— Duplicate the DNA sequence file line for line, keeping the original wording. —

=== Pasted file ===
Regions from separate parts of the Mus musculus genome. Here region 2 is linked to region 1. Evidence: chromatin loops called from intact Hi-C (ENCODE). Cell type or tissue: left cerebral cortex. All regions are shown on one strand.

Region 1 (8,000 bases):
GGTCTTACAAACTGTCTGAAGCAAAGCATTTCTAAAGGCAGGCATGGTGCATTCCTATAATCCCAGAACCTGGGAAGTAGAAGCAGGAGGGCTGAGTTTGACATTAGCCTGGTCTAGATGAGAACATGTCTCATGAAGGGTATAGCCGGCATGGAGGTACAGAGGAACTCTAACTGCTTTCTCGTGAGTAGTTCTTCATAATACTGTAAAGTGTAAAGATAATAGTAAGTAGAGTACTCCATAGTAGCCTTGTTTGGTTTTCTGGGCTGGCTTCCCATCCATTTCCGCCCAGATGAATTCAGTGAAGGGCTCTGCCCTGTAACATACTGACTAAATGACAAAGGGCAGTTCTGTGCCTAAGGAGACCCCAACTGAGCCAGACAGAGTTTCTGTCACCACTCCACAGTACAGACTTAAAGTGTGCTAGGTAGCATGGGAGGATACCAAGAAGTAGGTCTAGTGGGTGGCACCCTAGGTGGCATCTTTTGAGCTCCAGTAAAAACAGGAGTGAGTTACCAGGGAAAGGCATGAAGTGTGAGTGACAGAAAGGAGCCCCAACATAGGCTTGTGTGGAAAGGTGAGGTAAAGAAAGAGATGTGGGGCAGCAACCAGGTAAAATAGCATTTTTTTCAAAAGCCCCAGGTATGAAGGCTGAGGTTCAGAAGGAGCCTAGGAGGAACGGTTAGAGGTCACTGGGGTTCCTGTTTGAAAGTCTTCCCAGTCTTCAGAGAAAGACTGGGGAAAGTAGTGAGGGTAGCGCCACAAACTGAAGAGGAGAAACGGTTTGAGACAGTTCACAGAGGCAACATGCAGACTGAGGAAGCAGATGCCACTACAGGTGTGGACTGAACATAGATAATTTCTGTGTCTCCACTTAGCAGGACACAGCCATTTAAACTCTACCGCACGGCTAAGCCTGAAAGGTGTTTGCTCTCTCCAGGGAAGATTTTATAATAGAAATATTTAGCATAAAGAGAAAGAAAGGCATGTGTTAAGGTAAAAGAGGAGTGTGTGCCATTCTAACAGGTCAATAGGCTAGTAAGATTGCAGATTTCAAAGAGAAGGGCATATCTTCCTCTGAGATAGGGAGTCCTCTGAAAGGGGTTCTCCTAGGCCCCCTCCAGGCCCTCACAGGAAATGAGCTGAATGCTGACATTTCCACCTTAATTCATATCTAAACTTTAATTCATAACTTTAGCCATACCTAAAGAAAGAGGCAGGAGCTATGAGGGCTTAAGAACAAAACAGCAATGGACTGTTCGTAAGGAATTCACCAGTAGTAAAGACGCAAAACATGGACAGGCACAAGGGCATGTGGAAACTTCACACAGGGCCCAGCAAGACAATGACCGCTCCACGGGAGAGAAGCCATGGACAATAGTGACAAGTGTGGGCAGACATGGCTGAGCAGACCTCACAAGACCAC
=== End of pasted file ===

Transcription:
Regions from separate parts of the Mus musculus genome. Here region 2 is linked to region 1. Evidence: chromatin loops called from intact Hi-C (ENCODE). Cell type or tissue: left cerebral cortex. All regions are shown on one strand.

Region 1 (8,000 bases):
GGTCTTACAAACTGTCTGAAGCAAAGCATTTCTAAAGGCAGGCATGGTGCATTCCTATAATCCCAGAACCTGGGAAGTAGAAGCAGGAGGGCTGAGTTTGACATTAGCCTGGTCTAGATGAGAACATGTCTCATGAAGGGTATAGCCGGCATGGAGGTACAGAGGAACTCTAACTGCTTTCTCGTGAGTAGTTCTTCATAATACTGTAAAGTGTAAAGATAATAGTAAGTAGAGTACTCCATAGTAGCCTTGTTTGGTTTTCTGGGCTGGCTTCCCATCCATTTCCGCCCAGATGAATTCAGTGAAGGGCTCTGCCCTGTAACATACTGACTAAATGACAAAGGGCAGTTCTGTGCCTAAGGAGACCCCAACTGAGCCAGACAGAGTTTCTGTCACCACTCCACAGTACAGACTTAAAGTGTGCTAGGTAGCATGGGAGGATACCAAGAAGTAGGTCTAGTGGGTGGCACCCTAGGTGGCATCTTTTGAGCTCCAGTAAAAACAGGAGTGAGTTACCAGGGAAAGGCATGAAGTGTGAGTGACAGAAAGGAGCCCCAACATAGGCTTGTGTGGAAAGGTGAGGTAAAGAAAGAGATGTGGGGCAGCAACCAGGTAAAATAGCATTTTTTTCAAAAGCCCCAGGTATGAAGGCTGAGGTTCAGAAGGAGCCTAGGAGGAACGGTTAGAGGTCACTGGGGTTCCTGTTTGAAAGTCTTCCCAGTCTTCAGAGAAAGACTGGGGAAAGTAGTGAGGGTAGCGCCACAAACTGAAGAGGAGAAACGGTTTGAGACAGTTCACAGAGGCAACATGCAGACTGAGGAAGCAGATGCCACTACAGGTGTGGACTGAACATAGATAATTTCTGTGTCTCCACTTAGCAGGACACAGCCATTTAAACTCTACCGCACGGCTAAGCCTGAAAGGTGTTTGCTCTCTCCAGGGAAGATTTTATAATAGAAATATTTAGCATAAAGAGAAAGAAAGGCATGTGTTAAGGTAAAAGAGGAGTGTGTGCCATTCTAACAGGTCAATAGGCTAGTAAGATTGCAGATTTCAAAGAGAAGGGCATATCTTCCTCTGAGATAGGGAGTCCTCTGAAAGGGGTTCTCCTAGGCCCCCTCCAGGCCCTCACAGGAAATGAGCTGAATGCTGACATTTCCACCTTAATTCATATCTAAACTTTAATTCATAACTTTAGCCATACCTAAAGAAAGAGGCAGGAGCTATGAGGGCTTAAGAACAAAACAGCAATGGACTGTTCGTAAGGAATTCACCAGTAGTAAAGACGCAAAACATGGACAGGCACAAGGGCATGTGGAAACTTCACACAGGGCCCAGCAAGACAATGACCGCTCCACGGGAGAGAAGCCATGGACAATAGTGACAAGTGTGGGCAGACATGGCTGAGCAGACCTCACAAGACCAC